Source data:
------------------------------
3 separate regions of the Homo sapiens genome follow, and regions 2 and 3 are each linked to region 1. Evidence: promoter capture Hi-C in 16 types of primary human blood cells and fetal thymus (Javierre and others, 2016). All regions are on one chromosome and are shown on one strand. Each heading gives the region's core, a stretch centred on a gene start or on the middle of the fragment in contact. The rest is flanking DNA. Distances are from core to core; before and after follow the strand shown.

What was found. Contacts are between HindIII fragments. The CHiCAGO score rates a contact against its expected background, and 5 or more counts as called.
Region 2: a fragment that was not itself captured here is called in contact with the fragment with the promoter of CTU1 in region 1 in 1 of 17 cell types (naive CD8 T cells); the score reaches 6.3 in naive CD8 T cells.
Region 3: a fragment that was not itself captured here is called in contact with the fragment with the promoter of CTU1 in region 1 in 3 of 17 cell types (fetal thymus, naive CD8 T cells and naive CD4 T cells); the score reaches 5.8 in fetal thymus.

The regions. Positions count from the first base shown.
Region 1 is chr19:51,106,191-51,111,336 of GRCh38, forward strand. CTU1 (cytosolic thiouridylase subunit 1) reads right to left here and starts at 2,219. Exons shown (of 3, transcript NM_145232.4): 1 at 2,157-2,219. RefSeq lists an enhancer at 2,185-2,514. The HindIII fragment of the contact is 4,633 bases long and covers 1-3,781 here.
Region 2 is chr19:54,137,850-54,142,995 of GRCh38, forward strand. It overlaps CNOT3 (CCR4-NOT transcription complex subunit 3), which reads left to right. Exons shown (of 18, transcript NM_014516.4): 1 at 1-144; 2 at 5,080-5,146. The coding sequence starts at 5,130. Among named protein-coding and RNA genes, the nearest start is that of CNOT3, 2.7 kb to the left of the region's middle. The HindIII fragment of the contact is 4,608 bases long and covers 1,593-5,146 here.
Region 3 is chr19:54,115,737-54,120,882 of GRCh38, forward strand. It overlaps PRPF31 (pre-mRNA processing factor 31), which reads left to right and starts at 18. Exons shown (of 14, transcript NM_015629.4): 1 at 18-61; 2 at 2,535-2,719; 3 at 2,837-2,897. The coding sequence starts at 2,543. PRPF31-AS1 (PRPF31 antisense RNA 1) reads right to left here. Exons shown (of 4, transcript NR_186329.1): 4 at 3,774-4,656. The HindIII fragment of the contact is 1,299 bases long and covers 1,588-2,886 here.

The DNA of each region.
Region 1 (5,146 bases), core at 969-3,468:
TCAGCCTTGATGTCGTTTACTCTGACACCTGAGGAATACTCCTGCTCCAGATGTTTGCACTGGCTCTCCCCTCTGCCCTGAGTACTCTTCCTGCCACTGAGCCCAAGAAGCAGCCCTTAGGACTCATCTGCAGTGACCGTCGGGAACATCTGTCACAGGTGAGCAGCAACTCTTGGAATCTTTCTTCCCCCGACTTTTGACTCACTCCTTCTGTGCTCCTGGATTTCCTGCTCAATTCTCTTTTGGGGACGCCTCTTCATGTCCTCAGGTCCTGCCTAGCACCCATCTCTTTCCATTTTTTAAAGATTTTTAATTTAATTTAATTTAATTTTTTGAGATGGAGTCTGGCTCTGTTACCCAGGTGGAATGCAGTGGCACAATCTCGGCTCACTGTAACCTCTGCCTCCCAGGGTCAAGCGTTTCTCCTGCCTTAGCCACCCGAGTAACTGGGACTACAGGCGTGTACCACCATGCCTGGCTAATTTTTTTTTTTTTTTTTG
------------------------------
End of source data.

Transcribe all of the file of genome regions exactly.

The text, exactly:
3 separate regions of the Homo sapiens genome follow, and regions 2 and 3 are each linked to region 1. Evidence: promoter capture Hi-C in 16 types of primary human blood cells and fetal thymus (Javierre and others, 2016). All regions are on one chromosome and are shown on one strand. Each heading gives the region's core, a stretch centred on a gene start or on the middle of the fragment in contact. The rest is flanking DNA. Distances are from core to core; before and after follow the strand shown.

What was found. Contacts are between HindIII fragments. The CHiCAGO score rates a contact against its expected background, and 5 or more counts as called.
Region 2: a fragment that was not itself captured here is called in contact with the fragment with the promoter of CTU1 in region 1 in 1 of 17 cell types (naive CD8 T cells); the score reaches 6.3 in naive CD8 T cells.
Region 3: a fragment that was not itself captured here is called in contact with the fragment with the promoter of CTU1 in region 1 in 3 of 17 cell types (fetal thymus, naive CD8 T cells and naive CD4 T cells); the score reaches 5.8 in fetal thymus.

The regions. Positions count from the first base shown.
Region 1 is chr19:51,106,191-51,111,336 of GRCh38, forward strand. CTU1 (cytosolic thiouridylase subunit 1) reads right to left here and starts at 2,219. Exons shown (of 3, transcript NM_145232.4): 1 at 2,157-2,219. RefSeq lists an enhancer at 2,185-2,514. The HindIII fragment of the contact is 4,633 bases long and covers 1-3,781 here.
Region 2 is chr19:54,137,850-54,142,995 of GRCh38, forward strand. It overlaps CNOT3 (CCR4-NOT transcription complex subunit 3), which reads left to right. Exons shown (of 18, transcript NM_014516.4): 1 at 1-144; 2 at 5,080-5,146. The coding sequence starts at 5,130. Among named protein-coding and RNA genes, the nearest start is that of CNOT3, 2.7 kb to the left of the region's middle. The HindIII fragment of the contact is 4,608 bases long and covers 1,593-5,146 here.
Region 3 is chr19:54,115,737-54,120,882 of GRCh38, forward strand. It overlaps PRPF31 (pre-mRNA processing factor 31), which reads left to right and starts at 18. Exons shown (of 14, transcript NM_015629.4): 1 at 18-61; 2 at 2,535-2,719; 3 at 2,837-2,897. The coding sequence starts at 2,543. PRPF31-AS1 (PRPF31 antisense RNA 1) reads right to left here. Exons shown (of 4, transcript NR_186329.1): 4 at 3,774-4,656. The HindIII fragment of the contact is 1,299 bases long and covers 1,588-2,886 here.

The DNA of each region.
Region 1 (5,146 bases), core at 969-3,468:
TCAGCCTTGATGTCGTTTACTCTGACACCTGAGGAATACTCCTGCTCCAGATGTTTGCACTGGCTCTCCCCTCTGCCCTGAGTACTCTTCCTGCCACTGAGCCCAAGAAGCAGCCCTTAGGACTCATCTGCAGTGACCGTCGGGAACATCTGTCACAGGTGAGCAGCAACTCTTGGAATCTTTCTTCCCCCGACTTTTGACTCACTCCTTCTGTGCTCCTGGATTTCCTGCTCAATTCTCTTTTGGGGACGCCTCTTCATGTCCTCAGGTCCTGCCTAGCACCCATCTCTTTCCATTTTTTAAAGATTTTTAATTTAATTTAATTTAATTTTTTGAGATGGAGTCTGGCTCTGTTACCCAGGTGGAATGCAGTGGCACAATCTCGGCTCACTGTAACCTCTGCCTCCCAGGGTCAAGCGTTTCTCCTGCCTTAGCCACCCGAGTAACTGGGACTACAGGCGTGTACCACCATGCCTGGCTAATTTTTTTTTTTTTTTTTG